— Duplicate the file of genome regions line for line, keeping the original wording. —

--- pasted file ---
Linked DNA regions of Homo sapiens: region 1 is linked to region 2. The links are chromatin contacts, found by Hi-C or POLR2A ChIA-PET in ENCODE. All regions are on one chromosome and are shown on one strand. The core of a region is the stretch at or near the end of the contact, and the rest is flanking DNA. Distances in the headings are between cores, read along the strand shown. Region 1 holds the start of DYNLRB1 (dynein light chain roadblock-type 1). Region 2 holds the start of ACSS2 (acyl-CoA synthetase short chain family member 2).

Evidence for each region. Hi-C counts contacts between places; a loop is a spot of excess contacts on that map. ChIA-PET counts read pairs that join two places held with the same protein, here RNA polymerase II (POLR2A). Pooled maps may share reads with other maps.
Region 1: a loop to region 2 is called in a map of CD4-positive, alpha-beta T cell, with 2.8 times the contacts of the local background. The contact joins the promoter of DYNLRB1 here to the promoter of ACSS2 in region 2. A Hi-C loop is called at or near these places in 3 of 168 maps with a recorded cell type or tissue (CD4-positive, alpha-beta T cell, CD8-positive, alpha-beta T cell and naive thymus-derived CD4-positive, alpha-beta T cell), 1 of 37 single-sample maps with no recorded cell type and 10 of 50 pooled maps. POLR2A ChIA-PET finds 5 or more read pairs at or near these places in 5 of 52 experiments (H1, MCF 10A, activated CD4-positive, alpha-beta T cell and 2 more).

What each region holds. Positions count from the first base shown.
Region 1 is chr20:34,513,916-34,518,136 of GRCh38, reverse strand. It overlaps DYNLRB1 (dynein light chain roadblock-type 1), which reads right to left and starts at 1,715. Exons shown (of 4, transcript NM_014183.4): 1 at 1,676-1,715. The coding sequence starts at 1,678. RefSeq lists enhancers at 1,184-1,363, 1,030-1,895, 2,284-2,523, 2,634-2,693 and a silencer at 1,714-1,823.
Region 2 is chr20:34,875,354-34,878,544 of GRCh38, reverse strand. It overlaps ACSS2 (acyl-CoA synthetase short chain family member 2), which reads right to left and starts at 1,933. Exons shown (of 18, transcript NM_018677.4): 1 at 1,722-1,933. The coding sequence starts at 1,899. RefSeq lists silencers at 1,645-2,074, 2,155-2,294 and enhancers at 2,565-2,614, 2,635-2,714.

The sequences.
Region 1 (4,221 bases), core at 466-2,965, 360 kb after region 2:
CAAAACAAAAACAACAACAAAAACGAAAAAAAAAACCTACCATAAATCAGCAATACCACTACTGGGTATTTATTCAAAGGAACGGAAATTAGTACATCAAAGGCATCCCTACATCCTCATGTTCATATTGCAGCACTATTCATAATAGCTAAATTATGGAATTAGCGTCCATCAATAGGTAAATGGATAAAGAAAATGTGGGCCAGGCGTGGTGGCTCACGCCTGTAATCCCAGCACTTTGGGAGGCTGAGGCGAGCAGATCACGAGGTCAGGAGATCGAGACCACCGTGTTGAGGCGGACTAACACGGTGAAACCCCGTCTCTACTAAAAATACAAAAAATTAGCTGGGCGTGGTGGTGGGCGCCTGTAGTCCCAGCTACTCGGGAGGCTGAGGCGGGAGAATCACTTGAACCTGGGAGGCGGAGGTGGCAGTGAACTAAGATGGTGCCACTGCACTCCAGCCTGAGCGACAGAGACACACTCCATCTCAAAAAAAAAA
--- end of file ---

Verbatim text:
Linked DNA regions of Homo sapiens: region 1 is linked to region 2. The links are chromatin contacts, found by Hi-C or POLR2A ChIA-PET in ENCODE. All regions are on one chromosome and are shown on one strand. The core of a region is the stretch at or near the end of the contact, and the rest is flanking DNA. Distances in the headings are between cores, read along the strand shown. Region 1 holds the start of DYNLRB1 (dynein light chain roadblock-type 1). Region 2 holds the start of ACSS2 (acyl-CoA synthetase short chain family member 2).

Evidence for each region. Hi-C counts contacts between places; a loop is a spot of excess contacts on that map. ChIA-PET counts read pairs that join two places held with the same protein, here RNA polymerase II (POLR2A). Pooled maps may share reads with other maps.
Region 1: a loop to region 2 is called in a map of CD4-positive, alpha-beta T cell, with 2.8 times the contacts of the local background. The contact joins the promoter of DYNLRB1 here to the promoter of ACSS2 in region 2. A Hi-C loop is called at or near these places in 3 of 168 maps with a recorded cell type or tissue (CD4-positive, alpha-beta T cell, CD8-positive, alpha-beta T cell and naive thymus-derived CD4-positive, alpha-beta T cell), 1 of 37 single-sample maps with no recorded cell type and 10 of 50 pooled maps. POLR2A ChIA-PET finds 5 or more read pairs at or near these places in 5 of 52 experiments (H1, MCF 10A, activated CD4-positive, alpha-beta T cell and 2 more).

What each region holds. Positions count from the first base shown.
Region 1 is chr20:34,513,916-34,518,136 of GRCh38, reverse strand. It overlaps DYNLRB1 (dynein light chain roadblock-type 1), which reads right to left and starts at 1,715. Exons shown (of 4, transcript NM_014183.4): 1 at 1,676-1,715. The coding sequence starts at 1,678. RefSeq lists enhancers at 1,184-1,363, 1,030-1,895, 2,284-2,523, 2,634-2,693 and a silencer at 1,714-1,823.
Region 2 is chr20:34,875,354-34,878,544 of GRCh38, reverse strand. It overlaps ACSS2 (acyl-CoA synthetase short chain family member 2), which reads right to left and starts at 1,933. Exons shown (of 18, transcript NM_018677.4): 1 at 1,722-1,933. The coding sequence starts at 1,899. RefSeq lists silencers at 1,645-2,074, 2,155-2,294 and enhancers at 2,565-2,614, 2,635-2,714.

The sequences.
Region 1 (4,221 bases), core at 466-2,965, 360 kb after region 2:
CAAAACAAAAACAACAACAAAAACGAAAAAAAAAACCTACCATAAATCAGCAATACCACTACTGGGTATTTATTCAAAGGAACGGAAATTAGTACATCAAAGGCATCCCTACATCCTCATGTTCATATTGCAGCACTATTCATAATAGCTAAATTATGGAATTAGCGTCCATCAATAGGTAAATGGATAAAGAAAATGTGGGCCAGGCGTGGTGGCTCACGCCTGTAATCCCAGCACTTTGGGAGGCTGAGGCGAGCAGATCACGAGGTCAGGAGATCGAGACCACCGTGTTGAGGCGGACTAACACGGTGAAACCCCGTCTCTACTAAAAATACAAAAAATTAGCTGGGCGTGGTGGTGGGCGCCTGTAGTCCCAGCTACTCGGGAGGCTGAGGCGGGAGAATCACTTGAACCTGGGAGGCGGAGGTGGCAGTGAACTAAGATGGTGCCACTGCACTCCAGCCTGAGCGACAGAGACACACTCCATCTCAAAAAAAAAA